In a time where many athletes and protesters around the United States are speaking up about police brutality against black people, Washington Mystics guard Natasha Cloud has found silence to be the most deafening.
Cloud shared a powerful message in an essay, titled “Your Silence is a Knee on My Neck,” for The Players’ Tribune on Saturday: Either join the cause, or else be considered complicit in the racist treatment toward black people that has been going on for centuries.
“Because there’s no new information to wait for,” Cloud wrote. “There’s no other side to hear from. There’s no safe space, no neutral territory to chill in and sit these issues out. Athletes, if you’re reading this . . . know that we see you. I’ll repeat that: WE SEE YOU. I love y’all — and like I said, I’m so proud to be one of y’all. But you’re being judged right now the same as everyone else — and if you’re silent, you are part of the problem.
“If you’re silent, I don’t f— with you, period. Because I’m just out here trying to stay alive. And your knee is on my neck.”
Cloud was happy to praise many of her fellow athletes who have spoken out. She gave props to Celtics forward Jaylen Brown for organizing a walk to the Martin Luther King Jr. memorial site in Atlanta. She said that former NBA player Stephen Jackson’s mourning of George Floyd was powerful. And she commended her fellow WNBA players, specifically Liberty center Amanda Zahui B. and Mystics teammate and two-time MVP Elena Delle Donne, for making their voices heard.
“When I see Elena Delle Donne posting on her IG story the other day? You have no idea what that does to my spirits, or what that means to me. I saw Elena’s post, and I was just like, ‘Ahhh, I f—ing KNEW my teammate would have my back. I knew it.’ And that felt so good,” Cloud wrote. “That’s the MVP of our league, one of the most famous white basketball players alive, and now everyone is seeing how real she is. How she didn’t hesitate — she got in there. And it was like, even that ONE post on its own, it took just a little bit of the weight off my shoulders. It made me feel just a little less powerless in this world.”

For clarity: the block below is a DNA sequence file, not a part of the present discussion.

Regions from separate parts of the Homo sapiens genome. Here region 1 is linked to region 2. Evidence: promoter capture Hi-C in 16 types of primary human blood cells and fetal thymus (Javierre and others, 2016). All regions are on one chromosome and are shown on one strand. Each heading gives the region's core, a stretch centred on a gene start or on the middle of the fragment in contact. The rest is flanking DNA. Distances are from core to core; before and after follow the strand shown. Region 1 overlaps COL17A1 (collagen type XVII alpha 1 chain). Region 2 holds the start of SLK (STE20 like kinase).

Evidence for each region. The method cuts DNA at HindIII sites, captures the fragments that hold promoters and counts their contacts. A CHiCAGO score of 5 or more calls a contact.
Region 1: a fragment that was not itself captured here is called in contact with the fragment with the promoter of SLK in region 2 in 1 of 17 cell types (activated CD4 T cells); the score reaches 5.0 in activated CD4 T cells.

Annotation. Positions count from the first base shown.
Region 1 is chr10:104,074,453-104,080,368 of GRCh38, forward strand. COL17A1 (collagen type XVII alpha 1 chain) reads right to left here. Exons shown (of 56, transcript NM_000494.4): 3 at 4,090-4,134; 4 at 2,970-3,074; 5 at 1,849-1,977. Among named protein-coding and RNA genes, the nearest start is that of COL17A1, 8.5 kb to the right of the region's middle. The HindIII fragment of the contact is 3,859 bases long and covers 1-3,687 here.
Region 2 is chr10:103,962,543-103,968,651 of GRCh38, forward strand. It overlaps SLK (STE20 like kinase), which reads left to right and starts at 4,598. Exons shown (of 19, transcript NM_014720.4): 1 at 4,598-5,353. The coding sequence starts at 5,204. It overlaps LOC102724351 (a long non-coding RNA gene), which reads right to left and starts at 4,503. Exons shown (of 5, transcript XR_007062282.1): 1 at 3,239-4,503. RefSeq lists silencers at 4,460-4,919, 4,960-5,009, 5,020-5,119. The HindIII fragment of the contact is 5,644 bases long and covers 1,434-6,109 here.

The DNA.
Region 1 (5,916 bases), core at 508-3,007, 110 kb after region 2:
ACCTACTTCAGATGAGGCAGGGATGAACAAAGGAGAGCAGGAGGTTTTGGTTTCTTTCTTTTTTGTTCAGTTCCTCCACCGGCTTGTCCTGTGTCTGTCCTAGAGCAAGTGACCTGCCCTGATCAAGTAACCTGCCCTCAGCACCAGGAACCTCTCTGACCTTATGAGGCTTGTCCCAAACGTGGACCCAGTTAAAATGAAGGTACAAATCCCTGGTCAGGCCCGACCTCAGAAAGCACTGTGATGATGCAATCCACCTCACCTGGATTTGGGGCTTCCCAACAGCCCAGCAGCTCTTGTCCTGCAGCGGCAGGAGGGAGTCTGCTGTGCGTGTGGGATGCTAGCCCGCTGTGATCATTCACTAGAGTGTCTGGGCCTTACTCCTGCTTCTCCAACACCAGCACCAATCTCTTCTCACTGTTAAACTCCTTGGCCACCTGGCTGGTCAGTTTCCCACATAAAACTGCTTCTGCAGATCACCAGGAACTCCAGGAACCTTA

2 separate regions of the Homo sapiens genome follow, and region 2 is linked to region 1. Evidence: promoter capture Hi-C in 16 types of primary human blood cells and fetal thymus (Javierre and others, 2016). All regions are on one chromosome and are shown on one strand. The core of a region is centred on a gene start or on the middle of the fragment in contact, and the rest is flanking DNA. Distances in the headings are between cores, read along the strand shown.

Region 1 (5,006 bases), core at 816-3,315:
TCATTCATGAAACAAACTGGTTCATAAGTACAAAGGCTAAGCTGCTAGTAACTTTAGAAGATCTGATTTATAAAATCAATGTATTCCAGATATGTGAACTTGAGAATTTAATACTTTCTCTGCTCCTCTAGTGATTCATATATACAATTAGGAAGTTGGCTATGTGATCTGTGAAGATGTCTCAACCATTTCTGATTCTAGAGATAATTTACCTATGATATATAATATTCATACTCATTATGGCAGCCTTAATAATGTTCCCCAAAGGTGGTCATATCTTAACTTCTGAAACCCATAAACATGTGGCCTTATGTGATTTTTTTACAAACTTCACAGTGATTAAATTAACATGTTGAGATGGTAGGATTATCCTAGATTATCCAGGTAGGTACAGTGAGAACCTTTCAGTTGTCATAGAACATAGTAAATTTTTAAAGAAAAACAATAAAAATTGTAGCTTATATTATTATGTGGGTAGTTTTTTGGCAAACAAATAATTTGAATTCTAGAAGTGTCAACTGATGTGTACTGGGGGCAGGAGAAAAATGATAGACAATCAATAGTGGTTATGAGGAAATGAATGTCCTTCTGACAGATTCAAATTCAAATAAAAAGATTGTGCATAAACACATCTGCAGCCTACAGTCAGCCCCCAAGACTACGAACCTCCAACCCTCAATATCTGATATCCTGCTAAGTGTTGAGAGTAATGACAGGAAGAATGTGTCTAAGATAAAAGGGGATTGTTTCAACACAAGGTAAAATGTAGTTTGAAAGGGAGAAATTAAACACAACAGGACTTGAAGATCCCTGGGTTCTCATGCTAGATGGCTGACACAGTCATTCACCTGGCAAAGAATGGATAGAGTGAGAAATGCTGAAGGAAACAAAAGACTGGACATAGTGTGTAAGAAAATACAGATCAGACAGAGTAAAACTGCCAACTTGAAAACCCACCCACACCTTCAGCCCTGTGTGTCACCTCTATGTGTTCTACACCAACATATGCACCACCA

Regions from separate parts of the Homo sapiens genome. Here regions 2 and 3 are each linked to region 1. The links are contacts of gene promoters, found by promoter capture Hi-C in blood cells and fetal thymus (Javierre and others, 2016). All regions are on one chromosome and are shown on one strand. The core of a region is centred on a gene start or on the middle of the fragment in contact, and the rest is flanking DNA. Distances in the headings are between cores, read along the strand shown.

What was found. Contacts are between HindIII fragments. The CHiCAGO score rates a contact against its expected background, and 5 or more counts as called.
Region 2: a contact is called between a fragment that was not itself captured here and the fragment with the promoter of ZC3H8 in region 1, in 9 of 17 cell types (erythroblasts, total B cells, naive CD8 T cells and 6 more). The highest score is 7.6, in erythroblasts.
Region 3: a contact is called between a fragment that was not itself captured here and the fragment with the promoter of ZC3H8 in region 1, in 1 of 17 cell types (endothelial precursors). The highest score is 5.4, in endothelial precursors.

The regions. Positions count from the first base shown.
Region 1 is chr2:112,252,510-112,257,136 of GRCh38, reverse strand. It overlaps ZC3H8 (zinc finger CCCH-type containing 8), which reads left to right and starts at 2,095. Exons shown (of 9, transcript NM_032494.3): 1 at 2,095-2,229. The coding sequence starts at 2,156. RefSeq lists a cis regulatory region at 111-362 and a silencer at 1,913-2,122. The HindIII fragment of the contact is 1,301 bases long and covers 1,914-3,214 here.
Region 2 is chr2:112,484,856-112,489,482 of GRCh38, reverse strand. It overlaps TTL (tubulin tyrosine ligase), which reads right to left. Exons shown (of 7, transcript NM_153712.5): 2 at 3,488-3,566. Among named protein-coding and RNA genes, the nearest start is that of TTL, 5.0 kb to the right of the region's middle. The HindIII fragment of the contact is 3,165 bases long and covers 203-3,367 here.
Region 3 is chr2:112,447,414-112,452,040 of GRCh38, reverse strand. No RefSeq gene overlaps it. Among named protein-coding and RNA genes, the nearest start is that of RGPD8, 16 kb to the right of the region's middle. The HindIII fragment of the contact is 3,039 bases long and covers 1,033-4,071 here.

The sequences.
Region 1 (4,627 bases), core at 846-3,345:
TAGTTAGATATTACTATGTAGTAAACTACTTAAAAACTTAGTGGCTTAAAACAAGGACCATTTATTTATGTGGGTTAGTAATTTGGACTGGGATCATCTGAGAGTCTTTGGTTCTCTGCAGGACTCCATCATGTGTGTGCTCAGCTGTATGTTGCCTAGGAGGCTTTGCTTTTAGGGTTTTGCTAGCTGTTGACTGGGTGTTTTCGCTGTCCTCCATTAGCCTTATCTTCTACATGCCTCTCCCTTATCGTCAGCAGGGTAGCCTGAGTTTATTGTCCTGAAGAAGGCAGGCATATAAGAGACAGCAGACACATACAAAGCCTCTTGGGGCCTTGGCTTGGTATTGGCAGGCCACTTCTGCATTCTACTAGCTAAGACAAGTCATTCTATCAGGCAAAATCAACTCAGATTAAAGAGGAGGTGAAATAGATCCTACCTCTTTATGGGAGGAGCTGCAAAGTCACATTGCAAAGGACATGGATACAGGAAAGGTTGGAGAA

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Cloud opened the essay by candidly talking about her experience as a black woman in America.
“Right now, there’s only one thing that’s on my mind,” she wrote. “Right now, if we’re being really real? As a black person in America, there’s only one thing that could possibly BE on my mind. And that’s fearing for my life. It’s fearing for my life, and for the life of every other person who is guilty of nothing more than belonging to a race that this country has been built on oppressing. It’s wanting to stay alive — in a time where the reality for a lot of people is that my staying alive doesn’t matter.”
“You start to notice how many forces there are in place to make sure that 2020 isn’t really all that much different from 2010,” she continued. “Or 2000. Or 1990. Or 1920. You start to understand how the systems of power in this country, they’re not built to create possibility or opportunity for black people — they’re built to lock them out.”
Cloud said what bothers her most about institutional racism in the U.S. isn’t even the active prejudice, but the indifference with which those racist acts are met by so many.
“But you know what crushes me most of all? It’s how the systems of power in this country are built so strong, and with such prejudice, that in order for white supremacy to flourish — People don’t even have to actively be about white supremacy. They don’t have to carry the burden of being openly racist, or waste their energy on being loudly oppressive. It’s not like that at all.
“All they have to do is be silent.”
Cloud argued that athletes should be using their platforms to take a stand, saying “neutrality about black lives might as well be murder,” and those who refuse to speak out are “the knee on George Floyd’s neck.”